Drown in These Rapids

This insurance-agent comedy is too dumb for its own good

It just gets worse. Already off to a disastrous start, the 2011 junk pile grows higher with an alleged “comedy” by Puerto Rican director Miguel Arteta that is unlikely to connect with any comic-book reader sporting a 70-point IQ, but will undoubtedly be a big hit with the kind of people who thrive on Will Ferrell movies.

Cedar Rapids is a ribald collection of stale corporate convention jokes, hateful putdowns of women and filthy one-liners you wouldn’t repeat at parties attended by middle-aged men wearing Chinese lampshades. Never remotely witty, intelligent or original, it demeans even the cheapest Hollywood rom-com clichés, and in addition to being contrived and embarrassing, it’s also downright stupid in the bargain. It comes as no surprise that they laughed in Sundance (natch), but to be honest, I confess I am too old to fall out of my chair shrieking at the sight of John C. Reilly bending over, cacophonously passing gas, and setting off an explosion with a cigarette lighter. These are the jokes, and they get worse as the movie drags on for 86 punishing minutes that are about as funny as a hip replacement.

The centerpiece of this fiasco is Tim Lippe, a nerdy, 40ish insurance salesman from Brown Valley, Wisc., played by Ed Helms, the most boring actor on TV’s The Office. When his kinky boss hangs himself, Tim is dispatched to an insurance convention in Cedar Rapids, Iowa. Tim is such a cretin he has never traveled beyond the city limits of his hometown, married, ridden on an airplane, rented a car or consumed anything stronger than cream sherry. For love, he has sex once a week with the school-teacher who taught him when he was 12-years-old. (Don’t ask me what Sigourney Weaver is doing in this dreck.)

Because of a room shortage, Tim is forced to room with an obnoxious, alcoholic motor mouth named Dean (Reilly). Dean talks through sermons, walks in on people while they’re sitting on the john, substitutes grabbing everyone’s genitals for handshakes and wears out his welcome fast. Tim also falls under the influence of an agent named Joan (Anne Heche), a married slut who throws him into the hotel pool and then ravages him. This is a convention for dweebs, cornier than an all-night bash in a Holiday Inn, but before it’s over Tim fallen in love with a prostitute, skinny-dipped, snorted coke and smoked pot, entered the world of big-time debauchery, and sung an insurance song to the tune of “O Holy Night” at the hotel talent show.

The film builds to Tim’s presentation speech to the president in which he must win the annual “two-diamond award” his firm has been awarded for two years in a row—or lose his job.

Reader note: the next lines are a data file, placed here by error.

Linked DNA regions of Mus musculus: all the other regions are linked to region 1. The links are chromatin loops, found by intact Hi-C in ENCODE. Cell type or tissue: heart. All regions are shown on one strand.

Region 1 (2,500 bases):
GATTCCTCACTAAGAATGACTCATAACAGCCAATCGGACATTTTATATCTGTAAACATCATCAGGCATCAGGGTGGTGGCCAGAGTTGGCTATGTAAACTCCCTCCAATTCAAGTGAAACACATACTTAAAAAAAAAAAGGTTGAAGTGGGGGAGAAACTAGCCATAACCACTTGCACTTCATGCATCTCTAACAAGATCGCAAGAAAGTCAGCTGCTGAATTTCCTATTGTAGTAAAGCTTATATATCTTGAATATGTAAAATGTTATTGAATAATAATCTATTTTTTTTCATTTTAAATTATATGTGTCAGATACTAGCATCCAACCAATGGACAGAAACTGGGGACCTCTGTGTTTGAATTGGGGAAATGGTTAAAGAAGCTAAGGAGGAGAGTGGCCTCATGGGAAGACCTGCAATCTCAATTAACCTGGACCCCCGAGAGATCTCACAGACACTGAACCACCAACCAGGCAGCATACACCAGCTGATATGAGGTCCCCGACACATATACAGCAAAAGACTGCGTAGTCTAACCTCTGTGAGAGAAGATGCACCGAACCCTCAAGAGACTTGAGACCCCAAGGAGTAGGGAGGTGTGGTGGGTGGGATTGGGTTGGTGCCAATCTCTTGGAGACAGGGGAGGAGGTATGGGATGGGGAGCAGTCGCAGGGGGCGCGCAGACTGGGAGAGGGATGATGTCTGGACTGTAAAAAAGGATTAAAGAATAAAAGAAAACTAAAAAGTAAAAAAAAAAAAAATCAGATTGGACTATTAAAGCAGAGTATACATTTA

The movie is a yo-yo of jarring tempos. The set-up is longer than the payoff. The plot is totally inconsequential. The so-called comic acting is desperately overwrought. In his first starring role in a feature film, it’s obvious that Helms is hoping for a big-screen miracle that will turn him into an overnight star like his Office co-star, Steve Carell, in The 40-Year-Old Virgin. Unfortunately, he’s clumsy and charmless enough to make you wonder how he got hired in the first place.

Reilly does repulsive better than anyone. And for a supposedly straight character why does he vomit up so much endless dialogue about anal intercourse with other men? Nothing jells here, including the forced insurance-convention hijinks.

This is doubly disappointing, because Arteta is a director who has made some of the most imaginative and fascinating indie-prods in recent years. This is not one of them. This crude aping of every hack from Judd Apatow to the Farrelly Brothers represents the worst of what is happening in film today, just as a group of insurance salesmen in discount suits symbolizes the worst kind of cornball American convention in your grimmest nightmares. There must be a reason for all this. Nobody wants to have dinner with an insurance salesman unless he’s got a double life, and I can’t envision anyone sitting through a movie this bad without a motive.

Suggested Next Read

Revealing A Life Shrouded in Secrecy

Book Jacket

Revealing A Life Shrouded in Secrecy

By M. Scott Krause

Kenneth Slawenski’s J.D. Salinger: A Life (Random House, $27) is a reverent and carefully researched biography of the celebrated author of The Catcher in the Rye, but after 400 pages I’m not sure I know much more about J.D. Salinger than when I started. If there’s anyone to blame for the book’s shortcomings, it’s Salinger himself, who spent close to 60 years of his life avoiding the spotlight.



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